Before lunch, we take a dip in the river. It's much colder than we remember from the other day - the sun's now in - and the current is vicious. Henry and I succeed in making it to the other side, then collapse on the rocks to recover. The others just take photos.
March 25 Pacuare Lodge - El Silencio Lodge, Bajos del Toro
Back in the rafts again - allegedly the only way out, although they must have found some other (possibly extreme) solution for the elderly American woman who insists on wearing a bright pink cutaway top, and her even older husband. They are gone before breakfast.
Rafts as before, but the rapids now have fetching nicknames such "the rodeo", "the pin-ball alley" etc. I fall in. It's fun.
After lunch on the riverbank, the scenery starts to change. There's a narrow, green-hung canyon crossed by a rickety rail bridge that doesn't seem to go anywhere. The remains of an ill-fated project to dam the valley, explains Jorge our guide. A tunnel goes into the mountain, then out again - an experiment to test the local geology.
Then the river opens out onto the plain, and the noise of 20-tonne trucks replaces that of oreopendola song. We put out (technical term!) at Siquirres, change, and are met by Abelardo for the next stage up to the cloud forest.
The minibus crawls along the highway behind a succession of trucks carrying bananas, pineapples and palm hearts to market. I feel like a nap, but Abelardo has made a rule against it - enforced by prattling about the local economy, wildlife, and his entire family history. He's named for his father, who came from such a large family that his mother gave up on deciding the kid's names before birth, and just consulted an old French almanac for the appropriate name for the day they arrived. Hence Abelardo.
We arrive after dark at El Silencio. It's chilly - but there's a private hot tub on the balcony of each site. Warned they take 2 hours to warm up, we turn ours on before descending the hillside to dinner. The dining room is reached over a small bridge beside the trout pool, which clearly provides half of the menu. Delicious.
Hot tub and then to bed, with even more welcome hot water bottles.
March 26 El Silencio
A walk with Orlando the naturalist this morning. I mention we're thinking of doing the waterfall hike later, and he immediately diverts to this trail (Mystic Four Elements had been threatened). Many birds are heard - including the "creaking gate" black-headed solitario - but few are seen [see list]. Sounds like we'll need another trip to see the Resplendent Quetzel. But we do visit three rather charming waterfalls, and see the holes where armadillos come and play after dark.
Orlando shows me pictures of collared peccaries on his camera - cute little maned wild pigs, nothing like as aggressively bitey as the white-lipped ones. They can be seen between 3 and 5 in the afternoon, allegedly, on the upper trails of the Lodge. Later, we set out to find them, and see the hummingbird garden along the way. This part is not too difficult, once we've circumnavigated the spa complex and crossed the river on a wibbly-wobbly bridge. It's a bit weird - a formal layout enclosing squares of ritualistic oddity: pebble spirals, butterfly pictures, a grove of lingam-like bottle-and-stone combinations. The hummingbirds seem rather shy - it's probably too overcast to see them in their glory. But we have more luck by lurking just outside the garden and peeking in with binoculars.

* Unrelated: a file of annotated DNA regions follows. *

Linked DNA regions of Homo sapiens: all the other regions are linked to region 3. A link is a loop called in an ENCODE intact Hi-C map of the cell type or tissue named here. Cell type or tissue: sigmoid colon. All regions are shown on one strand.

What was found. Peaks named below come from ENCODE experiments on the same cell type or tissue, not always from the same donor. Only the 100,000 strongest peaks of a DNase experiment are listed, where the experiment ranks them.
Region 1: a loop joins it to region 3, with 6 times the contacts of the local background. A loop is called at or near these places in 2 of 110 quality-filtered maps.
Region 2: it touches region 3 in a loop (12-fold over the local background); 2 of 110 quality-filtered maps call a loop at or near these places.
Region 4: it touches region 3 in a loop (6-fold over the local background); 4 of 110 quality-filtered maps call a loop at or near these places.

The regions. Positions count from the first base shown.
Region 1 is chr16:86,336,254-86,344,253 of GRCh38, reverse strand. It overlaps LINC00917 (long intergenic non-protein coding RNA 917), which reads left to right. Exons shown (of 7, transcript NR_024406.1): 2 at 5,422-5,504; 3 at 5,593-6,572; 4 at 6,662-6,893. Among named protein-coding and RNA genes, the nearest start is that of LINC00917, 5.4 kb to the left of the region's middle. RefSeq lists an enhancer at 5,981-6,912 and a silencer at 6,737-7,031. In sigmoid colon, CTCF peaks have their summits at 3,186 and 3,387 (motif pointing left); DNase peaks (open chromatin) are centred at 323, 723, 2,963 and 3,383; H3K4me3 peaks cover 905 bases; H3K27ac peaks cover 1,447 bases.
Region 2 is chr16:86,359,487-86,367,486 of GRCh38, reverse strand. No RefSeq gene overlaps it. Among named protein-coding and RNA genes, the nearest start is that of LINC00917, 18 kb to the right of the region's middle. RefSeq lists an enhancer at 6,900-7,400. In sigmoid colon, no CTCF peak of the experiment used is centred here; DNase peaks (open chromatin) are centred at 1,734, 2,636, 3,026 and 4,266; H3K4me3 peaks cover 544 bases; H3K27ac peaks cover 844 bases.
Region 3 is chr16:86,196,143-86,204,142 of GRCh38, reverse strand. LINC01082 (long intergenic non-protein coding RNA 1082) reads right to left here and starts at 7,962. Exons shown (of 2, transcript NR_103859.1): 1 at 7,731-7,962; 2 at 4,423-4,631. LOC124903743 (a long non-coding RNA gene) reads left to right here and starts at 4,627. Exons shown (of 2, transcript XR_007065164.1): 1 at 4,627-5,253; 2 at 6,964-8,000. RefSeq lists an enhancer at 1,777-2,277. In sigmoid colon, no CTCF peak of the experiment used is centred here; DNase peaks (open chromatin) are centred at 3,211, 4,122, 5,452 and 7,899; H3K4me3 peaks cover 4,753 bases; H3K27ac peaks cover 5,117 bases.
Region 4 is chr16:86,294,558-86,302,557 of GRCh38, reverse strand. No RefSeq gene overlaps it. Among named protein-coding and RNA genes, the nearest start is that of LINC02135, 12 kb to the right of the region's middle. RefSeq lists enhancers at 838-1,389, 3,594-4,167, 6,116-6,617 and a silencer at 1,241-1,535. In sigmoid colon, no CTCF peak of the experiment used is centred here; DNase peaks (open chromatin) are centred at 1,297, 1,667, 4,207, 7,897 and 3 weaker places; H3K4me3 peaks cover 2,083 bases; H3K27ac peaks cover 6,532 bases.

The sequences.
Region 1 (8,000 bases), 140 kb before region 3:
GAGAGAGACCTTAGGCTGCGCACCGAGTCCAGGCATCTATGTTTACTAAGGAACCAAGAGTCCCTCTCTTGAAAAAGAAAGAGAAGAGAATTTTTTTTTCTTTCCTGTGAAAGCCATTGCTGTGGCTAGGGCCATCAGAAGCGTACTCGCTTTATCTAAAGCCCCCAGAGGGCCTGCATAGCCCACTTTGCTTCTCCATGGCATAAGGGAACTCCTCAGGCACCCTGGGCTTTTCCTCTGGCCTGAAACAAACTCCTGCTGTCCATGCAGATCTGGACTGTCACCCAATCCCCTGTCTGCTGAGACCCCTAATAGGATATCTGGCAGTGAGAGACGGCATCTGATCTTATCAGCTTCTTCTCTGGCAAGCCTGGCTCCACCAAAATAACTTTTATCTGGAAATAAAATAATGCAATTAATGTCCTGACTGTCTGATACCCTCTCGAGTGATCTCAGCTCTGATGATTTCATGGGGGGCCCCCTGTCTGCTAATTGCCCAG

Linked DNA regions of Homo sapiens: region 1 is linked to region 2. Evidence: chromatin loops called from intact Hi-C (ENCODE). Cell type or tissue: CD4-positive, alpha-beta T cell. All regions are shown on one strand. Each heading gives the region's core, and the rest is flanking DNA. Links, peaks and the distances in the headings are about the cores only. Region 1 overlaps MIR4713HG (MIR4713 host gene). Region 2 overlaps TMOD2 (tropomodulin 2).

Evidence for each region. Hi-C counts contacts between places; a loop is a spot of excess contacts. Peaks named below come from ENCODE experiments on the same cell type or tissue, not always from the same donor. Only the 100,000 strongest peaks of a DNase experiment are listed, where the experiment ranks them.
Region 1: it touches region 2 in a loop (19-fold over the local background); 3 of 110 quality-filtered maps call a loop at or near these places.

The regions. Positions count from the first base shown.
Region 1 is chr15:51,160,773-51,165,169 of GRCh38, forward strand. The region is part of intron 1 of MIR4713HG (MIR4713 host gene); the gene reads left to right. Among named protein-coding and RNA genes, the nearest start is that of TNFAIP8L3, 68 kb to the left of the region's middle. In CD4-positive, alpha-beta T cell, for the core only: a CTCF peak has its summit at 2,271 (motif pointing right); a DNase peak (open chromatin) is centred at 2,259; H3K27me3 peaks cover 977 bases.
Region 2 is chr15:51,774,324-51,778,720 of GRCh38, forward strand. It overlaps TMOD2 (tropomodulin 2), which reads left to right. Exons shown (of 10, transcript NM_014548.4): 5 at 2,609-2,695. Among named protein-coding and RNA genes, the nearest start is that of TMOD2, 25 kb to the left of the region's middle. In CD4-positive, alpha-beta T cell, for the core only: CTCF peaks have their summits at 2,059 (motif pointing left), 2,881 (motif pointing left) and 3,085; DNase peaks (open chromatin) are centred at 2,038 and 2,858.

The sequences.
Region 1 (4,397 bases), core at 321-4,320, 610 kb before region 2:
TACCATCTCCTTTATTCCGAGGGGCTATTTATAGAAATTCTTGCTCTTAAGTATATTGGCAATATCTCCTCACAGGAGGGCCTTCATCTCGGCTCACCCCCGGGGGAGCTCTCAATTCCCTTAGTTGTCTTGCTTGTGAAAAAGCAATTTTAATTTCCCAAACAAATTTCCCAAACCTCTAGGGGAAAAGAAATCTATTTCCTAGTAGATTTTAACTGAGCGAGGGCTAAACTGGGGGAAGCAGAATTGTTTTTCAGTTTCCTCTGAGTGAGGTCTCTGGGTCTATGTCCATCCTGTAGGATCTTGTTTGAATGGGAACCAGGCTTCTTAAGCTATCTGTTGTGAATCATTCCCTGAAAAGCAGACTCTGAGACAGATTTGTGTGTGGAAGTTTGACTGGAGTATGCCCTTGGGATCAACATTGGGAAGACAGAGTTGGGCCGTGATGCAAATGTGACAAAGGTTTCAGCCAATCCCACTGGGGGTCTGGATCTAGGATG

We meet up with Henry, who's taken a different loop of the trail and let's us into the secret of the Four Elements. He takes off to the hummingbird garden, and we (H+A+M) head up to the Lookout. Not a peccary in sight, but a great view over the lodge and suites. After a couple of wrong turnings we find ourselves in our Elements. You can sit in a stream or among tree roots, plant a candle on a rock oven or (my favourite) swing on a circle of aerial seats. All part of the slightly spacy Silencio ethos.
Our early afternoon torpor is disrupted by a coffee-tasting session - all Costa Rican coffee, but brewed three different ways. Yes, you can train your taste buds, given a knowledgable tutor and the leisure to appreciate the subtleties of flavour.
March 27 El Silencio
We take an all-day trip to Arenal volcano and its hot springs with super-chatty guide Christian. I'm kind of hoping he'll open the back of the bus and whip out a collapsible cross. But he does have his uses - we stop at a sloth tree along the way, and an iguana store. Sadly you can't actually buy the iguanas (although one climbs right into Alice's lap) but the store does sell essential supplies for the metaphysical tourist, so I buy green shades.
Arenal is a classically volcano-shaped volcano. Christian finds us the best view for our family pics, and then leaded us on a hike to the spot for a close-up (at 3k) panorama of peak and lava fields. It was still spewing ash and gases until two years ago, so the slope on this side hasn't greened up yet, and as we later find, the tourist industry is also immature it only got going after a major eruption in 1968.
On the way down, we pass a vaquero rounding up cattle on his mule - while chatting on a cellphone.
Then to the hot springs, dubbed by Andy the Last Resort. We're prepared for the hot and cold swimming pools, with underwater bar stools already occupied by spring break jocks, but not for the extensive tropical gardens interspersed with steaming waterfalls and plunge pools. A lot of fun for an hour - if only to admire the blinged-up kamaki of either sex.
Back to El Silencio for a final evening - delicious food (the beef filet with a coffee-and-port sauce a highlight), pretty good wine, hot tub on the deck of the suite, and then to bed. Back to Blighty in the morning...